Posts written by Thomas Lumley (1553)

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Thomas Lumley (@tslumley) is Professor of Biostatistics at the University of Auckland. His research interests include semiparametric models, survey sampling, statistical computing, foundations of statistics, and whatever methodological problems his medical collaborators come up with. He also blogs at Biased and Inefficient

August 26, 2015

The death of the novel?

So, the Guardian has a list of the top-100 best ever novels written in English.  There’s the usual problem that lit people have with genre (can it really be true that The Moonstone is the best detective novel in English?), but I’m not an expert in novels.

There have been complaints about the diversity of the list, and that’s where there’s a definite statistical anomaly. The books are old. For example, 33 of them come from before the start of the twentieth century and none of them from after the end of the twentieth century, even though many more novels were published in the latter period.

An article in Seed magazine, and its technical notes tried to estimate the number of new book authors each year over time. That’s not quite the same thing, since we aren’t considering only first books and are considering only novels. However, it’s a reasonable surrogate. Using their estimates, as many books were published before 1930 (55 places on the list) as after 2000 (no places on the list).  Here’s a graph, with the dots indicating books on the list and the lines indicating total published.

arthurs

As I said, this isn’t my field. Maybe nineteenth century novels really were hundreds of times more likely to be ‘great’ than modern novels. But it’s not the only possible explanation.

August 25, 2015

Computation and art

fishiness

Normally I wouldn’t be linking favourably to this scatterplot, which has an ill-defined sampling scheme, and where at least the y-axis data are objectively wrong.  On the other hand, normally the scatterplot would be there to convey information.  In this case it’s just an index to some beautiful animated triangular art

shark

The point, and the relevance to this blog, is the way Matt Daniels has written software to make these pictures (relatively) easy to create.

 

Incidentally, before anyone starts complaining that sharks and fish are separate, that bit is exactly correct.  Fish (typical fish with bones, such as the swordfish in the animation) have a more recent common ancestor with sheep than with sharks.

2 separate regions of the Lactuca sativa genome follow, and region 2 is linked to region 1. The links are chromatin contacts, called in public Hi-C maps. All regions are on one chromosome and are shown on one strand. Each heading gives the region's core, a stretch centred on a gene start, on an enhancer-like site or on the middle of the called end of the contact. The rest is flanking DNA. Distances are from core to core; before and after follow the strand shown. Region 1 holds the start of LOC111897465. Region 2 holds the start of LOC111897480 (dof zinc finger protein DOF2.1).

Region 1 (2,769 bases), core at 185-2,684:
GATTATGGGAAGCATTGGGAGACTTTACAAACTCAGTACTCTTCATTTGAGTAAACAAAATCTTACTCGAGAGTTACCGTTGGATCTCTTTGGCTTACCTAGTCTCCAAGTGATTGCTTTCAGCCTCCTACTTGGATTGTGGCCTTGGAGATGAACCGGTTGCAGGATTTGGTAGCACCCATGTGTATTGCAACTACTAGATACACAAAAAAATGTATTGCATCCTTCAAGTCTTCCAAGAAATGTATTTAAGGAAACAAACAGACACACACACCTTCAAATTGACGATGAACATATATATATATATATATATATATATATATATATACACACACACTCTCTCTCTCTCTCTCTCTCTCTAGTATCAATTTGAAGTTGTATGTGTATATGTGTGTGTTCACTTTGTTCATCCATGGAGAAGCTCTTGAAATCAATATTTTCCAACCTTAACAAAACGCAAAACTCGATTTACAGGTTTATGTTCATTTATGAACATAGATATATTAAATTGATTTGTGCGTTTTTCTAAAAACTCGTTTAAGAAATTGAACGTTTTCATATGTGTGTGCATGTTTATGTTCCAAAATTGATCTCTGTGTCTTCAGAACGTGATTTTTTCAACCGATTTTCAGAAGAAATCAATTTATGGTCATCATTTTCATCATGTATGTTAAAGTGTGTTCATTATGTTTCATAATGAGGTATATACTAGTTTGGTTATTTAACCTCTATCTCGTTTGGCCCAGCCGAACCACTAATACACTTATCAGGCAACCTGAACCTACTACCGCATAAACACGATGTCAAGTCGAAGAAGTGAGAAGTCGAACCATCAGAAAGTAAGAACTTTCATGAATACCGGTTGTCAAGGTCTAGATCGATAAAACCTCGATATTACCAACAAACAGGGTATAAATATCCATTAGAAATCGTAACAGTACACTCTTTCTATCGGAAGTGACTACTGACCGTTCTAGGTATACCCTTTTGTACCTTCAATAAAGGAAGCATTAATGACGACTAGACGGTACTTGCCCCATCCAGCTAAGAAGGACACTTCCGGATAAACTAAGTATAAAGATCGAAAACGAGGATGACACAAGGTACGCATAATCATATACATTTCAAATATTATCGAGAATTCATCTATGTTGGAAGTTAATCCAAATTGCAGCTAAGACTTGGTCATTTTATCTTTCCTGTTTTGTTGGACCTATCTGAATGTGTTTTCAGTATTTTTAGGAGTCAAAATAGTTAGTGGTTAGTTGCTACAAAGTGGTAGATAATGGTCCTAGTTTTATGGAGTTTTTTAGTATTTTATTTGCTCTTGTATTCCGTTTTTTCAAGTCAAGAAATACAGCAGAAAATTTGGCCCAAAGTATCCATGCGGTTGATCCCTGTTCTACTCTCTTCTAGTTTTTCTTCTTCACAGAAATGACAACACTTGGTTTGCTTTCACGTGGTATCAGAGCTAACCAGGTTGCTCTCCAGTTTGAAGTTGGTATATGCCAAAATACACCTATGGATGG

August 23, 2015

Barcharts with delusions of grandeur

The cricket graphics system now allows 3-d barcharts projected over the playing field, and casting actual virtual shadows.

chartjunk1

Yeah, nah.

Briefly

  • I can’t resist mentioning a pointless number puzzle originating in New York. How does this sequence continue: 50, 42, 34, 23, 14,…
  • Big Data: from Jennifer Gardy, a Canadian genomic epidemiologist, on Twitter. This is 5000TB, ie, about 5 million gigabytes, of genetic sequence data CMtfy0YWIAE4PAQ
  • From Upshot at the New York Times again, How to Know Whether to Believe a Health Study. StatsChat readers will be familiar with most of this.
  • Another problem with errors in automatic classifications, for apps that purport to recognise bird songs
    If it tells you a nuthatch’s call is in fact a great tit (a bird which, by the way, is thought to have over 40 different types of call), you’ll take that mistake away with you and carry on misdiagnosing nuthatches.
    (On the other hand, I completely disagree with the argument that recognising bird songs should take work, dammit)
  • Nathan Yau, at Flowing Data, is recreating the Statistical Atlas of the United States, using modern data and the 1870-style graphics.
August 22, 2015

Changing who you count

The New York Times has a well-deserved reputation for data journalism, but anyone can have a bad day.  There’s a piece by Steven Johnson on the non-extinction of the music industry (which I think makes some good points), but which the Future of Music Coalition doesn’t like at all. And they also have some good points.

In particular, Johnson says

“According to the OES, in 1999 there were nearly 53,000 Americans who considered their primary occupation to be that of a musician, a music director or a composer; in 2014 more than 60,000 people were employed writing, singing, or playing music. That’s a rise of 15 percent.”

 

He’s right. This is a graph (not that you really need one)

twopoints